Has Liberalism Failed?

Has Liberalism Failed?

Of the three dominant ideologies of the twentieth century—fascism, communism, and liberalism—only the last remains. This has created a peculiar situation in which liberalism’s proponents, on both the left and right, sometimes forget that it is an ideology and not the natural end-state of human political evolution. In his new book, Why Liberalism Failed, Patrick Deneen argues that liberalism is built on a foundation of contradictions: it trumpets equal rights while fostering incomparable material inequality; its legitimacy rests on consent, yet it discourages civic commitments in favor of privatism; and in its pursuit of individual autonomy, it has given rise to the most far-reaching, comprehensive state system in human history. In this reading group, we will examine Deneen’s argument that political liberalism is a system whose success is generating its own failure. We will also look at critical reviews of the book from a variety of perspectives. For copies of the short weekly readings, please contact director@binst.org.

Dates: Wednesday evenings on 5.30, 6.6, 6.13, 6.20.
Time: 6:00-7:15 PM
Location: 2134 Allston Way

Reading schedule:

5/30: Chapter One: “Unsustainable Liberalism”
6/6: Chapter Two: “Uniting Individualism and Statism”
6/13: Chapter Three: “Liberalism as Anticulture”
6/20: TBD

To receive the short readings, please contact director@binst.org

**This seminar is free and open to all Cal, St. Mary’s, and GTU students.**

Theology Amid the Revolution

Theology Amid the Revolution

In the autumn of 1968, the world seemed on the verge of collapse. The Soviet invasion of Czechoslovakia, the growing American entanglement in Vietnam, and the assasinations of Martin Luther King and Robert Kennedy left the entire Western world bitter and divided. From Berkeley to Paris, students revolted on university campuses. The same year a young German professor named Joseph Ratzinger published Introduction to Christianity, and fifty years later people are still talking about it. Ratzinger’s book was a set of university lectures written for students who, he believed, had become intellectually alienated from the basics of Christian thought. The book was his attempt to think theologically amid the revolutions occuring all around him, rather than to dismiss them. This discussion group will meet to talk about short selections from Ratzinger’s text. It presumes no previous study of theology, only a healthy curiosity about how Christians think. To receive copies of the short readings, please contact director@binst.org.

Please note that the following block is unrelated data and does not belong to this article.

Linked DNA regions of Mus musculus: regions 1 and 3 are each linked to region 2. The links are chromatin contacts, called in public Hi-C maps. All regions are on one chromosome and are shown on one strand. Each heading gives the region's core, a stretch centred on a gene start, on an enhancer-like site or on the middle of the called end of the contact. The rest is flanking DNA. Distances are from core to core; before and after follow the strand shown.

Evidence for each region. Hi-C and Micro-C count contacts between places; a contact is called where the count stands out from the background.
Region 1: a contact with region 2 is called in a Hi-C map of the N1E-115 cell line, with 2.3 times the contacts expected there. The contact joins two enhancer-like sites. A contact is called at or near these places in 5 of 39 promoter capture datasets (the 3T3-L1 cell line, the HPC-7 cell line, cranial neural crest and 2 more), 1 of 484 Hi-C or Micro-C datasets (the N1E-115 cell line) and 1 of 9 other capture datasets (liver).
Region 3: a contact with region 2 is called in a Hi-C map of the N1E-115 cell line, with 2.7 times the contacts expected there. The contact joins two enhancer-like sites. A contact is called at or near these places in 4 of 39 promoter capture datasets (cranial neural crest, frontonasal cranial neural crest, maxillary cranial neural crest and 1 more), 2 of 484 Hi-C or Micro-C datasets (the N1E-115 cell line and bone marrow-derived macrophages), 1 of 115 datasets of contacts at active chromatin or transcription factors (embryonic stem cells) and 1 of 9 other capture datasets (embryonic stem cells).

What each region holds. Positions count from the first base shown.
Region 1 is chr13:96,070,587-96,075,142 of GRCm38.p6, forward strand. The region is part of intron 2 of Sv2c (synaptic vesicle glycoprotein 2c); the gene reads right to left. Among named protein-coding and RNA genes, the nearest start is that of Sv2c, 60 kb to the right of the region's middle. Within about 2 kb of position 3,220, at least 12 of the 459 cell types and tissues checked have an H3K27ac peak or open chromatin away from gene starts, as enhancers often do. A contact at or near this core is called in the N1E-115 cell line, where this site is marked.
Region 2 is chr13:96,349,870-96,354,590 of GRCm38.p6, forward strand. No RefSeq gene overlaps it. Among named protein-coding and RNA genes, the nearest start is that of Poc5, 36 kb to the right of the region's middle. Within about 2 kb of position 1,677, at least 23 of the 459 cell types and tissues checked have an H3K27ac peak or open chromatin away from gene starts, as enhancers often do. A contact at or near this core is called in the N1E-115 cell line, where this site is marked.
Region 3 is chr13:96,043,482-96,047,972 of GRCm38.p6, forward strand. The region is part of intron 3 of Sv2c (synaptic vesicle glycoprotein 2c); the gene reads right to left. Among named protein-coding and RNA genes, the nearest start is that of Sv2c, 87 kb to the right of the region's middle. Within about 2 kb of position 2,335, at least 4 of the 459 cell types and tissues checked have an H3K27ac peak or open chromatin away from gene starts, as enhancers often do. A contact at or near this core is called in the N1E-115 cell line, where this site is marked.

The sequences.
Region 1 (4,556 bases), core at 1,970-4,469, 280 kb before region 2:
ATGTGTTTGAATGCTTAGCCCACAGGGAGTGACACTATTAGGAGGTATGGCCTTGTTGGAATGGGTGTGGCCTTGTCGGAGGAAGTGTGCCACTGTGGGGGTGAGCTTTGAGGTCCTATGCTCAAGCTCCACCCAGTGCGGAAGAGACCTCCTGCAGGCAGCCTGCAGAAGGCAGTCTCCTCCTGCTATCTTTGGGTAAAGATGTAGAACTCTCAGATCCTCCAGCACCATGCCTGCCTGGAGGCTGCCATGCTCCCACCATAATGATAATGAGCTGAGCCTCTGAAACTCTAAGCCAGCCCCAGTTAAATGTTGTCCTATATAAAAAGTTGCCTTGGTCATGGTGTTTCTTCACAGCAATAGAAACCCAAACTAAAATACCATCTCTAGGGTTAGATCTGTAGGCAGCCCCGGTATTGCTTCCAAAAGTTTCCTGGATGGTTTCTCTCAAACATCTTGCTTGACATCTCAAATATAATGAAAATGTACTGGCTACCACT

Dates: Tuesdays on 11.13, 11.20, 11.27, 12.4
Time: 5:30-7:00 PM

Reading schedule:

11/13: Joseph Ratzinger, Introduction to Christianity, pp. 31-33, 39-52, 151-153.
11/20: Ibid, pp. 69-74, 79-81, 90-96.
11/27: Ibid, pp. 110-115, 137-148.
12/4: Ibid, pp. 181-183, 244-254, 262-269.

Location: 2134 Allston Way

**This seminar is free and open to all Cal, GTU, and St. Mary’s students.

Thinking with Bad Feelings

Thinking with Bad Feelings

Human life isn’t a safe space–and thankfully so. Bad feelings can lead to good thoughts, and losing one’s temper can be morally productive. This seminar will argue that human reactions like anger, hatred, envy, confusion, frustration, disgust, even guilt can help us attain self-knowledge. We’ll look at moments in literature and philosophy where “dangerous” emotions are seen as sources of real knowledge, including scenes from Homer’s Illiad, a few pages from Virginia Woolf’s A Room of One’s Own, a short essay by James Baldwin, and a few other readings. In our meetings we will talk together about how writers depict uncomfortable feelings and how “bad” feelings can be good and even praiseworthy. All the readings will be short and we’ll re-read them in the seminar together.

Dates: Thursdays on 10.18, 10.25, 11.1, 11.8
Time: 5:30-7:00 PM

Reading schedule:

10/18: Homer, Iliad, Book One. 
10/25: Virginia Woolf, A Room of One’s Own, pp. 5-11.
11/1: Virginia Woolf, pp. 48-59 (cont); James Wright, “Saint Judas” and “Son of Judas”.
11/8: James Baldwin, “Why I Stopped Hating Shakespeare,” pp. 65-68.

All readings can be found in the course reader.

Location: 2134 Allston Way

**This seminar is free and open to all UC Berkeley, GTU, and St. Mary’s College students.  For copies of the short readings, please contact director@events.org

The First Conservative

The First Conservative

The Thought of Edmund Burke

Edmund Burke is often called the “first conservative.” His writings on the French Revolution and other political movements are widely understood to be the earliest articulation of modern conservatism, and have offered intellectual guidance to generations of thinkers on the political right . This seminar will introduce students to Burke’s thought, showing how the great British Whig saw the nature of politics and social life. We will look at his views on natural law, the importance of tradition, the virtue of prudence, and his understanding of religion in shaping culture. We will also examine how Burke’s thought can help us better understand contemporary divisions between the political “right” and “left.” Our goal will be to see if Burke’s ideas still hold up and how they might apply to our own revolutionary times. All readings  from Burke can be found in the course reader.